The capital of Bangladesh, Dhaka is globally renowned as the City of Mosques. Among countless mosques situated in Dhaka, Baitul Mukarram (The Holy House) is not only the national mosque of Bangladesh but also a great architecture wonder.
It's construction began on 27 January 1960, and has been going on in phases since. As it has the capacity of 40,000 people this mosque has been placed as the 10th biggest mosque in the world.
The main building is eight storied and 99 feet high from the ground level. The 'shaan' on the east is 29,000 square feet with ablution space on its south and north sides. Ablution or Wu’du Place cached an important part when the Baitul Mukarram was begun.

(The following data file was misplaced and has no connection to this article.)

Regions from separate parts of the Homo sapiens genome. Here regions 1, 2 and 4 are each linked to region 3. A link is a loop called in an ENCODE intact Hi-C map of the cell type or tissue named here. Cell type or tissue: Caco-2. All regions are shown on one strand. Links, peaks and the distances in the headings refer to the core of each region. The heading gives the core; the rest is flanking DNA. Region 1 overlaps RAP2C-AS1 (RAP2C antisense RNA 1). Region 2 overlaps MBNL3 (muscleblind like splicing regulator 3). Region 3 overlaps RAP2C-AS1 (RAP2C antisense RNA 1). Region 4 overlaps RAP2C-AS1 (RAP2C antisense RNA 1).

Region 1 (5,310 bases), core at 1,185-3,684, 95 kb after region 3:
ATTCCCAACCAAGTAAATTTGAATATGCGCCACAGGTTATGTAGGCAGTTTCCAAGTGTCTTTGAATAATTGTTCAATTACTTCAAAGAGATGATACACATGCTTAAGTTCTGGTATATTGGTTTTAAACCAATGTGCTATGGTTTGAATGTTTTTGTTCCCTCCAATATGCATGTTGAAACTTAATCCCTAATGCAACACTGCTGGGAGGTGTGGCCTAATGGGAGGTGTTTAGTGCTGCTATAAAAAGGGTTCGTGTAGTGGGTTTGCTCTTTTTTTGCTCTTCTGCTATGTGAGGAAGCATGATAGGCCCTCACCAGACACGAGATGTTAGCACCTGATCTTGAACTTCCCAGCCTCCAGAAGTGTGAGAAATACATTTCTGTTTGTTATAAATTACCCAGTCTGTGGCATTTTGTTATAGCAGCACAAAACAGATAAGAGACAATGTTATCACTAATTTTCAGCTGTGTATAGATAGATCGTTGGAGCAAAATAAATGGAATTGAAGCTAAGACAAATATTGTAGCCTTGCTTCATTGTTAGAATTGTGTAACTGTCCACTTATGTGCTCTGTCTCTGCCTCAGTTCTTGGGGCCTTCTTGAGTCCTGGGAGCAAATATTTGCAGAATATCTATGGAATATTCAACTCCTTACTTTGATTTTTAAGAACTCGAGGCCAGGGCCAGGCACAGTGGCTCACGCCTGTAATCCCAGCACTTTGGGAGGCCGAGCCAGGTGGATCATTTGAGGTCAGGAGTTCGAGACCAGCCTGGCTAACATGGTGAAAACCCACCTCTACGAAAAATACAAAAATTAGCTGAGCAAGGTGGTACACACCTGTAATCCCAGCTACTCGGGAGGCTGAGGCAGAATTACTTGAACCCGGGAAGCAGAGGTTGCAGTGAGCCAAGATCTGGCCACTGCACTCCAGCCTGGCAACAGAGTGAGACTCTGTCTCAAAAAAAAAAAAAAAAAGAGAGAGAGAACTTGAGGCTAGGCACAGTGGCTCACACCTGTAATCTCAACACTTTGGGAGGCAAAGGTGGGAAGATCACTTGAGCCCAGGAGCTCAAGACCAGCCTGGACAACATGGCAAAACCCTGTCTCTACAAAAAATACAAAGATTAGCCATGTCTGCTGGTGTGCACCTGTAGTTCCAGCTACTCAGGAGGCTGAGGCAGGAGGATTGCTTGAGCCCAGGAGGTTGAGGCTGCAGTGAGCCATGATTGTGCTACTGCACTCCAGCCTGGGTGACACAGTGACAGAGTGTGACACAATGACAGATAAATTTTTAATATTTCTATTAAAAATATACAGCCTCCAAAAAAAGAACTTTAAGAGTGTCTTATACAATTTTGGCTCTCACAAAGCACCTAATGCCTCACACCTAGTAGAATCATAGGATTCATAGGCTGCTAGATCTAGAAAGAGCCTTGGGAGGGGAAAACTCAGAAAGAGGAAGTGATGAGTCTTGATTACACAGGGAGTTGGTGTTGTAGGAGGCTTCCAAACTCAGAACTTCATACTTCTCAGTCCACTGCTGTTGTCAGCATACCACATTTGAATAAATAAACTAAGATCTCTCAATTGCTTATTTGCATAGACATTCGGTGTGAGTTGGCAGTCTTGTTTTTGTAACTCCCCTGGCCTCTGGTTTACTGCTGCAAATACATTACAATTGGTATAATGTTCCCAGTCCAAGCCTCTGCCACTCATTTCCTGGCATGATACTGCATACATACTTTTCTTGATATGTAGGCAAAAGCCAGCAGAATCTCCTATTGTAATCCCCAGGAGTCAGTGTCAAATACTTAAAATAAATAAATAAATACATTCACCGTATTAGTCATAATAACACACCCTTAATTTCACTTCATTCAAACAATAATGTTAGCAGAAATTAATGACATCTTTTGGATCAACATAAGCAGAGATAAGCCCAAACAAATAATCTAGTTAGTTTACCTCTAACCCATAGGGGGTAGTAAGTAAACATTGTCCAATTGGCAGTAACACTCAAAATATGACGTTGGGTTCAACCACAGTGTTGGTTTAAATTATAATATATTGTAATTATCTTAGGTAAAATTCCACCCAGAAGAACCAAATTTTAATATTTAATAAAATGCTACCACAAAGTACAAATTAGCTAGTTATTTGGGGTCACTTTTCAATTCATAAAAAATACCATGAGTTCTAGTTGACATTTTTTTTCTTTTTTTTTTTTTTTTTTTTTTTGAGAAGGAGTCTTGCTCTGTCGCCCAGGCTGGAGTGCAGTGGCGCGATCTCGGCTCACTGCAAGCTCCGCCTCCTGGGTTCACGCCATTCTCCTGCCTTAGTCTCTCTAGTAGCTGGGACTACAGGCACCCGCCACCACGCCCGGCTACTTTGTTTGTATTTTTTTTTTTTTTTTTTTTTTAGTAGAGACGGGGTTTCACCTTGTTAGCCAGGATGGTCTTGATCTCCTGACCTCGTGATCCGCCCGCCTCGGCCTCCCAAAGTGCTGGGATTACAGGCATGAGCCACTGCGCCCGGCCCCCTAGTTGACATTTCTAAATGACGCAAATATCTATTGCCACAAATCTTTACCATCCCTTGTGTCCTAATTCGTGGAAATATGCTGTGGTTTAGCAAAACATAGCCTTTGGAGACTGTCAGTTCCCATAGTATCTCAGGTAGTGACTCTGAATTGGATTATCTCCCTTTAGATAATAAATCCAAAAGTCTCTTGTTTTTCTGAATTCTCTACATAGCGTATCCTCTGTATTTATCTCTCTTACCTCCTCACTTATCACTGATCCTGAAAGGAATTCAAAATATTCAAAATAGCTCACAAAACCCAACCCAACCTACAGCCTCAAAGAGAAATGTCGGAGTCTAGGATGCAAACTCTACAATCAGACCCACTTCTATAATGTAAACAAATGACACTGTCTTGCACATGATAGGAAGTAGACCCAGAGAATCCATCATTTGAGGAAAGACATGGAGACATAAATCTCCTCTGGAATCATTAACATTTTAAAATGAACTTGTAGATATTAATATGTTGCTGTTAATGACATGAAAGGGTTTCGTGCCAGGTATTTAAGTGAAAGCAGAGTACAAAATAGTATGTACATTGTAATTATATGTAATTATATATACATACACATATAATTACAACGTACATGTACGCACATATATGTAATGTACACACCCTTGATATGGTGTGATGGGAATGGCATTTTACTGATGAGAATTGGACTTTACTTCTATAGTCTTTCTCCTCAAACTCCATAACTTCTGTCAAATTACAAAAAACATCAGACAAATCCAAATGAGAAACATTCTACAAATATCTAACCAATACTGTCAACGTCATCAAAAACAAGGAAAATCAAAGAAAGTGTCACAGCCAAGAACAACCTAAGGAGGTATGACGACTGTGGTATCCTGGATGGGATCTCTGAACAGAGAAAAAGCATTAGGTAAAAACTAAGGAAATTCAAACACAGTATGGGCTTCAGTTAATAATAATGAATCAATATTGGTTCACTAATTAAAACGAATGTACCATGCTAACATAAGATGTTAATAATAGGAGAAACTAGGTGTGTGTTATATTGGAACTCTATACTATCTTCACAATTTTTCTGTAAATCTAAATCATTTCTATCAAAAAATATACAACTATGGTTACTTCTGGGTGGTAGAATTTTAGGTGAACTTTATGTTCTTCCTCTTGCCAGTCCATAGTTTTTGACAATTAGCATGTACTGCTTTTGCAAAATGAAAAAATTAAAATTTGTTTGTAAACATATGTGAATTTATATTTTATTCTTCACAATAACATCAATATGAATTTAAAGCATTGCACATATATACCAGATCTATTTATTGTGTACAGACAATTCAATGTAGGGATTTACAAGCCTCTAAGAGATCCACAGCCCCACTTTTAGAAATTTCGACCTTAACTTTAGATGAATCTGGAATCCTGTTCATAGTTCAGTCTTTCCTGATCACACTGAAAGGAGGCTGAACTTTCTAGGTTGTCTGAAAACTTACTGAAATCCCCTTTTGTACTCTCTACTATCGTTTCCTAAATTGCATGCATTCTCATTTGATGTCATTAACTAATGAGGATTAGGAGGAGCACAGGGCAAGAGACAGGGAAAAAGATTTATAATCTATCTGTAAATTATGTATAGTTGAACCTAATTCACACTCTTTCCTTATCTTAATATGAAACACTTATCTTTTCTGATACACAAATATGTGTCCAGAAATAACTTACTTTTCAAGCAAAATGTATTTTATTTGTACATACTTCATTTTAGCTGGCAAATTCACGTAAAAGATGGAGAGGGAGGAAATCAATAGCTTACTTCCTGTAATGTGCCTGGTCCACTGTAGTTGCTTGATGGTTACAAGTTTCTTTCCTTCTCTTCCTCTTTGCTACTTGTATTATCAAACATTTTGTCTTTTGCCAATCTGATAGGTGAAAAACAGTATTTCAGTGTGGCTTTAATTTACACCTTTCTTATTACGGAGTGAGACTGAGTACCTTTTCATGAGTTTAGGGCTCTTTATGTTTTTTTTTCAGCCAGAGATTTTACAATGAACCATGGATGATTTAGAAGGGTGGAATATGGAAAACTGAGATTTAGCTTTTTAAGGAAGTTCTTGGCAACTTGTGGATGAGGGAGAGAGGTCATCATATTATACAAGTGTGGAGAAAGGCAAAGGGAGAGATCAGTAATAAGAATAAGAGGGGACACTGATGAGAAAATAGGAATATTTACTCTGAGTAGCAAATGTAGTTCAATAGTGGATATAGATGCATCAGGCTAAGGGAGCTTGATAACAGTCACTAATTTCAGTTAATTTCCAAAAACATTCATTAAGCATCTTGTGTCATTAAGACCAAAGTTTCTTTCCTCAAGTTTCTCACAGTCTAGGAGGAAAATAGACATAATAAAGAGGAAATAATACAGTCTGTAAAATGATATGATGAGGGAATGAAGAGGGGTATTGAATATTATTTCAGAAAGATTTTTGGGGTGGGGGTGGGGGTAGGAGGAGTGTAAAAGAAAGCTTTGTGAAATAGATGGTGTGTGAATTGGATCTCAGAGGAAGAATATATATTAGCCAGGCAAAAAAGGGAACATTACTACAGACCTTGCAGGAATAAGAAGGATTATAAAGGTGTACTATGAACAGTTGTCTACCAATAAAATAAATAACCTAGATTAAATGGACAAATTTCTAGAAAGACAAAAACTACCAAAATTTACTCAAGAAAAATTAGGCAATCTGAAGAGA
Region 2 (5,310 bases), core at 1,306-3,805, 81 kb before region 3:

The absence of a dome on the main building is compensated by the two shallow domed entrance porticoes, one on the south, and the other on the north. The elevation of these porticoes consists of three horseshoe shaped arches, the middle of which is bigger than the rest. Two patios ensure that enough light and air enter the prayer hall. The area of the main prayer hall is 26,517 square feet with a mezzanine floor of 1,840 square feet at the eastern side.
The Baitul Mokarram mosque is modern in its architectural style. But it has not discarded traditional principles of mosque architecture. It has found its place in the hearts of the Muslims because of the resemblance of its form to the famous Kaba at Mecca.
Author: Ishan Hasnat
photo source: beautifulmosque.com
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